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Ramadan: Breakfast When the Sun Goes Down

March 18, 1993|CHARLES PERRY | TIMES STAFF WRITER

When did Ramadan begin this year? Mansur Shabbiri, director of the local Council on Islamic Education, laughs.

On one hand, it's quite a serious question, because Muslims are required to abstain from food, water and a number of other things during the daylight hours of the month of Ramadan. But on the other, a cut-and-dried answer just might not be possible.

"It depends," continues Shabbiri. "In some places, the date is calculated differently than in others. The Muslim calendar is lunar, and the beginning of the month is determined by sighting the crescent moon. But these days, with smog and so forth, sighting it can be difficult.

"Some centers rely on sightings abroad, and so for them Ramadan began on Feb. 22, but to be on the safe side I would say it began on Feb. 23."

Ramadan is the month when the Prophet Muhammad received the first of the revelations that make up the Quran. The Ramadan fast is one of the five principal duties of a Muslim, obligatory for all adults except for the ill, people on journeys and women who are pregnant, nursing or menstruating, and even they must fast an equivalent number of days as soon as they are able. Those who are fasting are also supposed to avoid worry and ill-temper.

When the sun has completely set and there is not enough light to distinguish a white thread from a black thread, the fast is lifted and Muslims are expected to eat and enjoy themselves in moderation until dawn, when the fast begins again.

During Ramadan, extra prayers must also be said, and every Muslim should recite the entire Quran, or hear it recited. A special charitable donation for the poor is also obligatory for all who are not themselves destitute. At least once, every Muslim is supposed to spend the last 10 days of Ramadan in total religious retreat in prayer, religious study and meditation.

The fast ends for good on Id al-Fitr, a three-day holiday of thanksgiving for the blessings of Ramadan that begins on the first day of the following month. It begins with an early morning worship service, and the rest of the holiday is celebrated with visits and meals, congratulations and gift-giving.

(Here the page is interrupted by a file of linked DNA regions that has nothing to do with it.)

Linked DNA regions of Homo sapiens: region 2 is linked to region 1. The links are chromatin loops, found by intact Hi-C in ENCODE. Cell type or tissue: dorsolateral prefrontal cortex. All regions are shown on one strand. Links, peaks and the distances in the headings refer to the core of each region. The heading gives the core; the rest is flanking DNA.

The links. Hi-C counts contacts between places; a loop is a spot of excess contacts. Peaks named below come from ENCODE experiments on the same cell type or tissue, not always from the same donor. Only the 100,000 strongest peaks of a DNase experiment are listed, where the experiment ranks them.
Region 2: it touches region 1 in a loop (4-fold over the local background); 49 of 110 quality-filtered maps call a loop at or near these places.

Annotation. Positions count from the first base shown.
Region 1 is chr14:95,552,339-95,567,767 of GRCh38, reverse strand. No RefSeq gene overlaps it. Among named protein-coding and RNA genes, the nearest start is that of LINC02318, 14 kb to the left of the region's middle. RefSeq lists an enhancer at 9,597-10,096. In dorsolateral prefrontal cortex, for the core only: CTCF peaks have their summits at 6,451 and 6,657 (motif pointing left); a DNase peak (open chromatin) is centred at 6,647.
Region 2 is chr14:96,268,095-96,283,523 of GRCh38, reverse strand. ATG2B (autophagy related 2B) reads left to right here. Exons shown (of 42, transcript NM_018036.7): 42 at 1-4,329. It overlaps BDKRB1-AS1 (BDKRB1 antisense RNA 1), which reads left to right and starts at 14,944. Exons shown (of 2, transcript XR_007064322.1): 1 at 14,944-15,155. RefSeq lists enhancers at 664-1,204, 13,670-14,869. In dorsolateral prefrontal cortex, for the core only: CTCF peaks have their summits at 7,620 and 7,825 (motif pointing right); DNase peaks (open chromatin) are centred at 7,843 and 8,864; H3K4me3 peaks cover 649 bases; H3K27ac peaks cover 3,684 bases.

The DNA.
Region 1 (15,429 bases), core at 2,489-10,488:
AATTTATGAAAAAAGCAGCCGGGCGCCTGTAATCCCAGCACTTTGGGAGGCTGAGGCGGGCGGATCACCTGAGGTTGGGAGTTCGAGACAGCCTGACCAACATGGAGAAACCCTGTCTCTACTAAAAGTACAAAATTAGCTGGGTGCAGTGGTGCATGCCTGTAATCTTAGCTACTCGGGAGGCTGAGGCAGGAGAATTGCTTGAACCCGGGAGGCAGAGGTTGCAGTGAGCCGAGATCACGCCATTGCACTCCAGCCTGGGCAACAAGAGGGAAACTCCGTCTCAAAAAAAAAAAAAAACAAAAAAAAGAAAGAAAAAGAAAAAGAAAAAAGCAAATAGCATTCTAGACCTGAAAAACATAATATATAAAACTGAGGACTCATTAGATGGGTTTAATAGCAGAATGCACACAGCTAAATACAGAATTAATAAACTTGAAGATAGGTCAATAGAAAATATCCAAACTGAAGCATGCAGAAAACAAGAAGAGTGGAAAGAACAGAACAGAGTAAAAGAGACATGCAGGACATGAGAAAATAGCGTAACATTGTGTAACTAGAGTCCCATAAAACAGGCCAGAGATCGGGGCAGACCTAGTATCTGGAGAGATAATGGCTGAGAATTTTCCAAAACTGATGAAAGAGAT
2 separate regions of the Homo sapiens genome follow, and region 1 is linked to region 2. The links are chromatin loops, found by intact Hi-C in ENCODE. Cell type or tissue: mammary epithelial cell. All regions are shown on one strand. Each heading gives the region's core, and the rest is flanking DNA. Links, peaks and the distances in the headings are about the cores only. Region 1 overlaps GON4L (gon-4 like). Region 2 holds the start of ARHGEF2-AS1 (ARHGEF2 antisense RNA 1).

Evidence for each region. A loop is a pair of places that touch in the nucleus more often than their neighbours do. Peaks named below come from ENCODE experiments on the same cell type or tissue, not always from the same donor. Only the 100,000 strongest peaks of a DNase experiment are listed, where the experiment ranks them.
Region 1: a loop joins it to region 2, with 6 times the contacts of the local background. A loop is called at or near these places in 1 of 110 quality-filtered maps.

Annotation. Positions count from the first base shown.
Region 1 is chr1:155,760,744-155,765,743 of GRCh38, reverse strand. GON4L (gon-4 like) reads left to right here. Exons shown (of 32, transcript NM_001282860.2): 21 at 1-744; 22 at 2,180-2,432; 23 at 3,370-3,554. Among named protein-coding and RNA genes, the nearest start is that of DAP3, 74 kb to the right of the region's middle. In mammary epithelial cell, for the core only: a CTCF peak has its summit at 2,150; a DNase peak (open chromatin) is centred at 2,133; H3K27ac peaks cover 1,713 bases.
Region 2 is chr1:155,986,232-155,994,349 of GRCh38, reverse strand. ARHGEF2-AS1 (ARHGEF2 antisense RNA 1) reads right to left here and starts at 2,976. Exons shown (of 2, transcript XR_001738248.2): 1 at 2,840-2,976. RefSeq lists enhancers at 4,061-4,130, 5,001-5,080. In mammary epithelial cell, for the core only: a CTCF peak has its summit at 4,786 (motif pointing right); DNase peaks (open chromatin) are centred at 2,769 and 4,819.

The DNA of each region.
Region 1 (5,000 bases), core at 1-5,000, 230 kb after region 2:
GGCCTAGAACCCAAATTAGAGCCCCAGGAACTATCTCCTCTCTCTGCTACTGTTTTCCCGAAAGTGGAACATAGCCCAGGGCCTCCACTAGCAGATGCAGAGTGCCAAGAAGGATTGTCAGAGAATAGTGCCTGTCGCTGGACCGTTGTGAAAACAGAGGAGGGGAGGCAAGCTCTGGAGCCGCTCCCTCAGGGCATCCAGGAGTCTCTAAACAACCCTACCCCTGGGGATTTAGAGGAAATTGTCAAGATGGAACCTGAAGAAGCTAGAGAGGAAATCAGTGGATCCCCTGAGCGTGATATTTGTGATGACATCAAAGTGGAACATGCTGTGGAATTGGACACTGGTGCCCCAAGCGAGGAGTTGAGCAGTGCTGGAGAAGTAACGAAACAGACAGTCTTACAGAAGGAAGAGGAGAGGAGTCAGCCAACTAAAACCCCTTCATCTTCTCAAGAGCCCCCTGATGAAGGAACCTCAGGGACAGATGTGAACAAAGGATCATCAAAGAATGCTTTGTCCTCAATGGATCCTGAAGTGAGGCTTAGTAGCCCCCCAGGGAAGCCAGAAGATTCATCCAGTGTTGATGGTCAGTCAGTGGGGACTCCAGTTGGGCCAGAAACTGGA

"You can write that Id al-Fitr will begin Wednesday, March 24," says Shabbiri. "That is, in all likelihood."

When the sun has set, Moroccans traditionally sit down to a Ramadan evening "breakfast" of dates, cake, coffee and this peppery soup. This recipe comes from "Couscous and Other Good Food from Morocco" by Paula Wolfert, 1973.

HARIRA (Moroccan Ramadan Soup) 2 pounds very ripe tomatoes Water 2 tablespoons butter 1 cup chopped onions 1 cup chopped parsley 1 tablespoon finely chopped celery leaves 1 teaspoon freshly ground black pepper 1 teaspoon turmeric 1/2 teaspoon cinnamon 1/2 pound lamb shoulder, cut in 1/2-inch cubes Wings, back and giblets of 1 chicken 2 tablespoons cilantro Salt 1/2 cup lentils, sorted and rinsed 1/2 cup fine soup noodles 3 tablespoons flour 2 lemons, quartered

Dip tomatoes into boiling water briefly, then remove and peel. Cut in half and squeeze out seeds and juice. Puree. Set aside.

In large soup pot, melt butter. Add onions, parsley, celery leaves, pepper and turmeric. Cook 3 to 4 minutes, stirring. Add cinnamon, lamb and chicken parts. Cook slowly, turning mixture over and over until golden but not browned, about 15 to 20 minutes.

Pound cilantro with dash salt in mortar until paste forms, or puree cilantro in food processor with 1 teaspoon water. Add cilantro paste, lentils and pureed tomatoes to pot. Cook 15 minutes over low heat. Add 1 1/2 quarts water and cook until lentils are soft and soup is well blended.

About 5 minutes before serving, season soup to taste with salt and add noodles. Bring to boil and cook 2 minutes. Mix flour with 1/2 cup water and stir into soup. Cook 3 minutes longer, stirring continuously to prevent lumping. Serve with lemon wedges. Makes 6 to 8 servings.

Each serving, based on 8 servings, contains about: 186 calories; 118 mg sodium; 73 mg cholesterol; 8 grams fat; 16 grams carbohydrates; 13 grams protein; 1.29 grams fiber.

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